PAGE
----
Modern Scholastic Theologians?

Are there any modern scholastic theologians who are world-class theologians? Any modern “successors” to Lonergan, Maritain, Rahner, etc.? I’m not very familiar with any theologian who is under 80 years old.

Josef Pieper?

Rev. Robert Spitzer
Mika Aquilina
Scott Hahn
Karl Keeting
Edward Feser
Peter Kreeft
Bishop Robert Barron

Josef is of the same generation as Congar and essentially the others named by the original poster.

I am not sure exactly how to understand the question. I would not list Rahner as a Scholastic…of course Maritain, on the other hand, was at the vanguard of neo-Scholasticism in the aftermath of Aeterni Patris. Are you using the term Scholastic in the sense of Scholasticism or in the sense of a theologian whose life and work and focus is the academy?

One thinks of remarkable and superb theologians in the Scholastic tradition in the 20th century, like Arintero and Garigou-Lagrange, who were singular…as in every generation we have theologians of incredible gifts. Josef Ratzinger certainly belongs in that category as does Karol Wojtyla.

But I see great talent among the under 80 theologians…Wojciech Giertych certainly would be one, speaking of Scholasticism.

I do think the theologians who are at that level of intellectual gift are less prominent today in the public consciousness/public media – that is to say outside theological circles – in general than in the previous generation. That is more, however, because of the current generation and the contemporary circumstances as well as the fact that the great names of the previous generation had rather unique platforms to become as known as they were/are.

I think of the term “scholastic” referring more to philosophical viewpoint, rather than theology directly; someone whose method is more shaped by Thomas, as opposed to Augustine. Dr. Kreeft is a philosopher, though he has offered good theological insights for the general reader.

It may be that “scholastics”, or philosophers generally, are less well known or respected than 50 - 75 years ago. In the years after WWII, there was a temporary revulsion against relativism, and positivism; a brief period of deep respect for the Natural Law, and Absolutes of True/False, Right/Wrong. We had seen where relativism had led to, in Germany. Someone like Maritain would be respected in many scholarly circles, and somewhat admired even by many in the general public.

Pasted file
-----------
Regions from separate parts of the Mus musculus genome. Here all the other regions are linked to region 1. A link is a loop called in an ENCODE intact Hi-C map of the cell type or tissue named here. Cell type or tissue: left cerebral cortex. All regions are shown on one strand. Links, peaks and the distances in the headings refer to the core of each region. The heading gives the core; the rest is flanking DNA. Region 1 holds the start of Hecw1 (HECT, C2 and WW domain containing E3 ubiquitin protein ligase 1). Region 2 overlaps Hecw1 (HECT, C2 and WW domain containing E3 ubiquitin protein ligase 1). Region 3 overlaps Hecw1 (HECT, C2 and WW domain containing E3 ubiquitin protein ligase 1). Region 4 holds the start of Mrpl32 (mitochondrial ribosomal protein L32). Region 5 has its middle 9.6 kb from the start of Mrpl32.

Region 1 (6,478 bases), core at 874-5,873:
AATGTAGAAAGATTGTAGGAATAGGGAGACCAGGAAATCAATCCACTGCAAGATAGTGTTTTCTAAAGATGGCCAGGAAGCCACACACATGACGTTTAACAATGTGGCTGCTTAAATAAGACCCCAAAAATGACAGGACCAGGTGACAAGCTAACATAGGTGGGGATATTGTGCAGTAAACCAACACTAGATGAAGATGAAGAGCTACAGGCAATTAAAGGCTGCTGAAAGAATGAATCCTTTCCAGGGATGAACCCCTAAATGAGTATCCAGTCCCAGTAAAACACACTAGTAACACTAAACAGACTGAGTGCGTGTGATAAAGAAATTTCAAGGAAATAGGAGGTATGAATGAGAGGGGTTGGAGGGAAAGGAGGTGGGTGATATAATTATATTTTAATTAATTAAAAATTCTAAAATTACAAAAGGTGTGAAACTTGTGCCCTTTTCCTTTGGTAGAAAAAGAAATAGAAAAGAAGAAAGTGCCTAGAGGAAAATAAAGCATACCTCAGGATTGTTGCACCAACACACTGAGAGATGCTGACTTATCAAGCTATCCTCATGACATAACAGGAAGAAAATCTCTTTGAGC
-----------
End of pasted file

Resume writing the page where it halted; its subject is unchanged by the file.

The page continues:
Today, well…

I’ve truly learned a lot by reading Dr. Edward Feser. He’s not world-class, etc. but his writings are very informative and helpful. He is the author of *Scholastic Metaphysics: A Contemporary Introduction * and Neo-Scholastic Essays.

Here is his blog. He links to other blogs and authors as well.

He also has an excellent reading list he shares on his blog:
Scholastic’s Bookshelf 1
Scholastic’s Bookshelf 2
Scholastic’s Bookshelf 3
Scholastic’s Bookshelf 4

I hope you find this helpful!

James Larson maybe?

Perhaps not, but he was heavily influenced by St. Thomas and scholastic thought as he himself had some speculative tendencies.

of course Maritain, on the other hand, was at the vanguard of neo-Scholasticism in the aftermath of Aeterni Patris. Are you using the term Scholastic in the sense of Scholasticism or in the sense of a theologian whose life and work and focus is the academy?

More the former.

One thinks of remarkable and superb theologians in the Scholastic tradition in the 20th century, like Arintero and Garigou-Lagrange, who were singular…as in every generation we have theologians of incredible gifts. Josef Ratzinger certainly belongs in that category as does Karol Wojtyla.

Joseph Ratzinger as a scholastic? :slight_smile: I know he said (paraphrasing from memory) in writing Jesus of Nazareth his intention was to produce something akin to what St. Thomas did in his Summa for the life of Christ. But can you count him? :hmmm:

But I see great talent among the under 80 theologians…Wojciech Giertych certainly would be one, speaking of Scholasticism.

Not familiar with him. :slight_smile:

I do think the theologians who are at that level of intellectual gift are less prominent today in the public consciousness/public media – that is to say outside theological circles – in general than in the previous generation. That is more, however, because of the current generation and the contemporary circumstances as well as the fact that the great names of the previous generation had rather unique platforms to become as known as they were/are.

Probably true.

Yes, the method, grounded in realism. :slight_smile: Too often I think “scholasticism” is identified with aristotelian philosophy, which I don’t think is necessarily true. Of course Aristotle can be helpful :slight_smile:

Today, well…

:sad_yes:

He does provide plenty of books and authors. :slight_smile:

Father Wojciech Giertych has been the papal theologian for over 10 years.

en.wikipedia.org/wiki/Wojciech_Giertych

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